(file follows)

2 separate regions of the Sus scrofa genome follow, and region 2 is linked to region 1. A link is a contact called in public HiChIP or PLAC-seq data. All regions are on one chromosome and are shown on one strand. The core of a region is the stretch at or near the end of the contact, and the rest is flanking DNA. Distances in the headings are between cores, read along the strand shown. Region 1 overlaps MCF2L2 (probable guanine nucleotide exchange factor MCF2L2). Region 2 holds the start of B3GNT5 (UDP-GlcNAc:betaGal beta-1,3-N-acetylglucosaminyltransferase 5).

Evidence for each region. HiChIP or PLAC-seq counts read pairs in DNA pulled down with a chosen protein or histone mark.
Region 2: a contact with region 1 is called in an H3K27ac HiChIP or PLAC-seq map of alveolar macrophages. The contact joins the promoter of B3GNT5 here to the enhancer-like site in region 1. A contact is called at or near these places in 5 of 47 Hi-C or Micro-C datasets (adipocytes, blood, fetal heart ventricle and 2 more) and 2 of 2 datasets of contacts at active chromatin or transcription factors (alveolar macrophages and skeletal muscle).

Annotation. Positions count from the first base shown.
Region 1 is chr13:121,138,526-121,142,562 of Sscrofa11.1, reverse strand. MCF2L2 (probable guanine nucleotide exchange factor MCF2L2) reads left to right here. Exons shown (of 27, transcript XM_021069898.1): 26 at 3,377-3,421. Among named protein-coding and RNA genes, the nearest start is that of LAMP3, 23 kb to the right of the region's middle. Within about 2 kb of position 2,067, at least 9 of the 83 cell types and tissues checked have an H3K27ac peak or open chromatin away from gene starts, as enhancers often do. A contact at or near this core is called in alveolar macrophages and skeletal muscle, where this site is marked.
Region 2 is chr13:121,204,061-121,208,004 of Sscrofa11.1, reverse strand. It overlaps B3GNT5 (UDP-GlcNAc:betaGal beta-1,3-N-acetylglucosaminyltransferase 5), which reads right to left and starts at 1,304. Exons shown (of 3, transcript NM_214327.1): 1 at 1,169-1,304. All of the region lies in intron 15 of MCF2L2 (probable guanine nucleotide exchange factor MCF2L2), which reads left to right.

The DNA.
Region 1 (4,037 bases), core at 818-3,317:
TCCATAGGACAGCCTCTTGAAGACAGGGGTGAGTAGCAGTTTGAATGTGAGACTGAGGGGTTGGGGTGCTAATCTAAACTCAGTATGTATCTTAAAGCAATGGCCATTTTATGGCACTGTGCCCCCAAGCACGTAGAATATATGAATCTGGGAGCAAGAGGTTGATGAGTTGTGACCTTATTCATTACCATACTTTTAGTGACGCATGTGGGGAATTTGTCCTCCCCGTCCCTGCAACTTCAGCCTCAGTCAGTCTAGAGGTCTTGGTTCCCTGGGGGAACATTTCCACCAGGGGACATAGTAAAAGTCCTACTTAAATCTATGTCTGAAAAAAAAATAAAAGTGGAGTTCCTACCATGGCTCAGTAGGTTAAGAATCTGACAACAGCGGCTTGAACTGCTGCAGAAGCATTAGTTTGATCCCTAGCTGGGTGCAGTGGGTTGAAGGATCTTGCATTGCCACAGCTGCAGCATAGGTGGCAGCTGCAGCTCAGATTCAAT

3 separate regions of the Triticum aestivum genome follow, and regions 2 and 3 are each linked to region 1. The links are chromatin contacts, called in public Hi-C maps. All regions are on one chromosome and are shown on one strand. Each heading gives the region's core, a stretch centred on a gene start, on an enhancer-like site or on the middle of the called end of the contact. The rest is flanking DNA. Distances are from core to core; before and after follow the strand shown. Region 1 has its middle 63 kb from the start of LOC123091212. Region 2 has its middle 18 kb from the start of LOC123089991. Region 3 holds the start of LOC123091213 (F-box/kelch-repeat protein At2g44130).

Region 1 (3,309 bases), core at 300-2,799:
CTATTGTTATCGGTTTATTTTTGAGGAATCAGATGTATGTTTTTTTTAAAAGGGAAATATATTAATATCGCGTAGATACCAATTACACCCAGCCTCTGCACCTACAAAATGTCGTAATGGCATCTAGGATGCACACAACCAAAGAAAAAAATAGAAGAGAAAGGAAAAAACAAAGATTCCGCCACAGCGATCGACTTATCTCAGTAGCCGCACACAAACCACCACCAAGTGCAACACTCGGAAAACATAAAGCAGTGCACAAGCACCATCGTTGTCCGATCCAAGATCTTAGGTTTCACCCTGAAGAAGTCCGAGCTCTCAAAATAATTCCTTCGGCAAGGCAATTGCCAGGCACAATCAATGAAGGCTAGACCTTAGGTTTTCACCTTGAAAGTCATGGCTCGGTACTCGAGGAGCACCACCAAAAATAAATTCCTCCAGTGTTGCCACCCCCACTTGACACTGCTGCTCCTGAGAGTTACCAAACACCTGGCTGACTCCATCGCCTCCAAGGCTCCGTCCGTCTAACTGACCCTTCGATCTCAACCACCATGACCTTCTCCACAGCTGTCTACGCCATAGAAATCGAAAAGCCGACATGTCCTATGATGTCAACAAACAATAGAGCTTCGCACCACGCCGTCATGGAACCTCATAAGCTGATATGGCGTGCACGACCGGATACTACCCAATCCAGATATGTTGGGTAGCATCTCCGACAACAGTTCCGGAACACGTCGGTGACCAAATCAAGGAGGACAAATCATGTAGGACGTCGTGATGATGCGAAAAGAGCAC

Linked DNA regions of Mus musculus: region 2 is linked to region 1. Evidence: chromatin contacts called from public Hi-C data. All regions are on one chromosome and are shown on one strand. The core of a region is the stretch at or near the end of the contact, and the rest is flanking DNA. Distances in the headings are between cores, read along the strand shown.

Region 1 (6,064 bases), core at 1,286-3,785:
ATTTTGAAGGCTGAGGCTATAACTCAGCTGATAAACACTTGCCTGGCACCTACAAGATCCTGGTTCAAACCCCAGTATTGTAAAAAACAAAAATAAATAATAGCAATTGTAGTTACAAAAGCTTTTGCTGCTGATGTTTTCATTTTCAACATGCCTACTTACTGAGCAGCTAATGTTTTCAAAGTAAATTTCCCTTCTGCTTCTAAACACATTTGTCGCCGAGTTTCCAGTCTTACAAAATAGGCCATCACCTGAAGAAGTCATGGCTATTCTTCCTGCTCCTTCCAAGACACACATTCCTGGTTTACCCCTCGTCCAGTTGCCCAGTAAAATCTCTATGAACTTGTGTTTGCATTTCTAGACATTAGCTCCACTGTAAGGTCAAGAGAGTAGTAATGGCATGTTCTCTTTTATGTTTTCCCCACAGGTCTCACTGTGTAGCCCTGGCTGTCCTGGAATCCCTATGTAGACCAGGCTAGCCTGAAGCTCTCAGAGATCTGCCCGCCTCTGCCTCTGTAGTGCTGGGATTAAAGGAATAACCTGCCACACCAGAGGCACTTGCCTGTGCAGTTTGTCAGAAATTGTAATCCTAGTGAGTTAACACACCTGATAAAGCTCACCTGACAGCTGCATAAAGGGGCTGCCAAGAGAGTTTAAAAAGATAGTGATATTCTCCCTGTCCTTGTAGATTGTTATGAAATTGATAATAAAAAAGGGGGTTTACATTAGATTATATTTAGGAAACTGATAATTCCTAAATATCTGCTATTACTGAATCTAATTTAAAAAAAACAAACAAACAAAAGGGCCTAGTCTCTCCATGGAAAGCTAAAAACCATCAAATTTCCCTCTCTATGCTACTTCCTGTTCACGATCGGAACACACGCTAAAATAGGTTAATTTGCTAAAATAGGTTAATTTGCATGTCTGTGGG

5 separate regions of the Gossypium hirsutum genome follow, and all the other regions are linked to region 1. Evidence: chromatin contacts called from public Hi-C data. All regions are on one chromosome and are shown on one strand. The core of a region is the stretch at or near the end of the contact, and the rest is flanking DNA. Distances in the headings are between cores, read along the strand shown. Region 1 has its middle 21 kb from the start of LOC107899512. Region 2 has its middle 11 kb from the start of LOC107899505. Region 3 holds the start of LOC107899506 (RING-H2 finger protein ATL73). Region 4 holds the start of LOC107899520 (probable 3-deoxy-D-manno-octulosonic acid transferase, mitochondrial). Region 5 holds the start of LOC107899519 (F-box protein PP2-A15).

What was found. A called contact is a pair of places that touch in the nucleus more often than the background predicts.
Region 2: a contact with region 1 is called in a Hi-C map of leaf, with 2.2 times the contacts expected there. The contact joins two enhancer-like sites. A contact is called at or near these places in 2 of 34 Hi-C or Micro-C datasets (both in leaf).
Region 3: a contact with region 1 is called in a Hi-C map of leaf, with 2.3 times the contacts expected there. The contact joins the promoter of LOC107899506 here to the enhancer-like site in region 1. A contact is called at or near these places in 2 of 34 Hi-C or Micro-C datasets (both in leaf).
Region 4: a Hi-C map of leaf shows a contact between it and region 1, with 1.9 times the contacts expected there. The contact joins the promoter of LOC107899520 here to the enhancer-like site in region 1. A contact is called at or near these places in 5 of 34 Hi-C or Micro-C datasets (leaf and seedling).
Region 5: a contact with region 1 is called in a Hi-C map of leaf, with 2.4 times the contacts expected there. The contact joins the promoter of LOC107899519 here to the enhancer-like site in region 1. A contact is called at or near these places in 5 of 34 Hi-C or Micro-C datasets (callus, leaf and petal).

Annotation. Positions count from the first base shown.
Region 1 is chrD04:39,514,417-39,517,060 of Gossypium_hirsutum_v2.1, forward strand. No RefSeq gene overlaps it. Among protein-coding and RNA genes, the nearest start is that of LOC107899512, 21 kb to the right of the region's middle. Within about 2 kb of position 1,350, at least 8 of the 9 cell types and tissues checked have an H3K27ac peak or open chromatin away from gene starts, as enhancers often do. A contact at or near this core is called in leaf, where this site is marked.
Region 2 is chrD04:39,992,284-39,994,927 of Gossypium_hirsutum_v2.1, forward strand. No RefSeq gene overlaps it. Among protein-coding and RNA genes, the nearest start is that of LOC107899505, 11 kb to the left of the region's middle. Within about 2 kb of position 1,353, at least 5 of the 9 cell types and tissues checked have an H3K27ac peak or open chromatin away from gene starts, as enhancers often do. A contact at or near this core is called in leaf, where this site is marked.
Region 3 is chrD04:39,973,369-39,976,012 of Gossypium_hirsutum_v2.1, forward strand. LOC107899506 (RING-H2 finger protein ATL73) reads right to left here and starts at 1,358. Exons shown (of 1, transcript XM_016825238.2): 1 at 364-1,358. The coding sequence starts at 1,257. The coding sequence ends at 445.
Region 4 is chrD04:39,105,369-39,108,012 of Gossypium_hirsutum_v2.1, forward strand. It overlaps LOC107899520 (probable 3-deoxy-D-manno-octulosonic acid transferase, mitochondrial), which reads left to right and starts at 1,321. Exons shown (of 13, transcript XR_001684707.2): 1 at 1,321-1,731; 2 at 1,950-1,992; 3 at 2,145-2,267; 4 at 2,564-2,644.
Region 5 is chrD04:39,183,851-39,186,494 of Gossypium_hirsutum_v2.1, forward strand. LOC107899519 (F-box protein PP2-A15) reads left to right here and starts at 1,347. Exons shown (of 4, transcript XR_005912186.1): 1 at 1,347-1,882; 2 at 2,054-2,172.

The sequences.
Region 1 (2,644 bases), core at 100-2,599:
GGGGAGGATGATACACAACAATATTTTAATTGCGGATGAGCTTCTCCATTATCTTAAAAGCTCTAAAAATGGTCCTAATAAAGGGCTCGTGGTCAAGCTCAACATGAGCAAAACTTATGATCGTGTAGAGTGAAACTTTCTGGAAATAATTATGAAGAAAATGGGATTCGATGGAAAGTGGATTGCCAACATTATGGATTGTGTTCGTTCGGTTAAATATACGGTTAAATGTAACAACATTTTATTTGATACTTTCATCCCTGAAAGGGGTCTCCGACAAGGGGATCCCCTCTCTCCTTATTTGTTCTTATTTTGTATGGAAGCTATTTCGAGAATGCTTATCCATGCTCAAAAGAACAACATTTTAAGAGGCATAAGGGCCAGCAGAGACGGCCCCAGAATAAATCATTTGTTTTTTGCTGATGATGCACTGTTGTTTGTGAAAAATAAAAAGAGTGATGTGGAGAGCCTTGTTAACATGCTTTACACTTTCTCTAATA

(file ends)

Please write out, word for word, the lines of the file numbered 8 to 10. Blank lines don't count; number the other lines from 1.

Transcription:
Region 1 (4,037 bases), core at 818-3,317:
TCCATAGGACAGCCTCTTGAAGACAGGGGTGAGTAGCAGTTTGAATGTGAGACTGAGGGGTTGGGGTGCTAATCTAAACTCAGTATGTATCTTAAAGCAATGGCCATTTTATGGCACTGTGCCCCCAAGCACGTAGAATATATGAATCTGGGAGCAAGAGGTTGATGAGTTGTGACCTTATTCATTACCATACTTTTAGTGACGCATGTGGGGAATTTGTCCTCCCCGTCCCTGCAACTTCAGCCTCAGTCAGTCTAGAGGTCTTGGTTCCCTGGGGGAACATTTCCACCAGGGGACATAGTAAAAGTCCTACTTAAATCTATGTCTGAAAAAAAAATAAAAGTGGAGTTCCTACCATGGCTCAGTAGGTTAAGAATCTGACAACAGCGGCTTGAACTGCTGCAGAAGCATTAGTTTGATCCCTAGCTGGGTGCAGTGGGTTGAAGGATCTTGCATTGCCACAGCTGCAGCATAGGTGGCAGCTGCAGCTCAGATTCAAT

3 separate regions of the Triticum aestivum genome follow, and regions 2 and 3 are each linked to region 1. The links are chromatin contacts, called in public Hi-C maps. All regions are on one chromosome and are shown on one strand. Each heading gives the region's core, a stretch centred on a gene start, on an enhancer-like site or on the middle of the called end of the contact. The rest is flanking DNA. Distances are from core to core; before and after follow the strand shown. Region 1 has its middle 63 kb from the start of LOC123091212. Region 2 has its middle 18 kb from the start of LOC123089991. Region 3 holds the start of LOC123091213 (F-box/kelch-repeat protein At2g44130).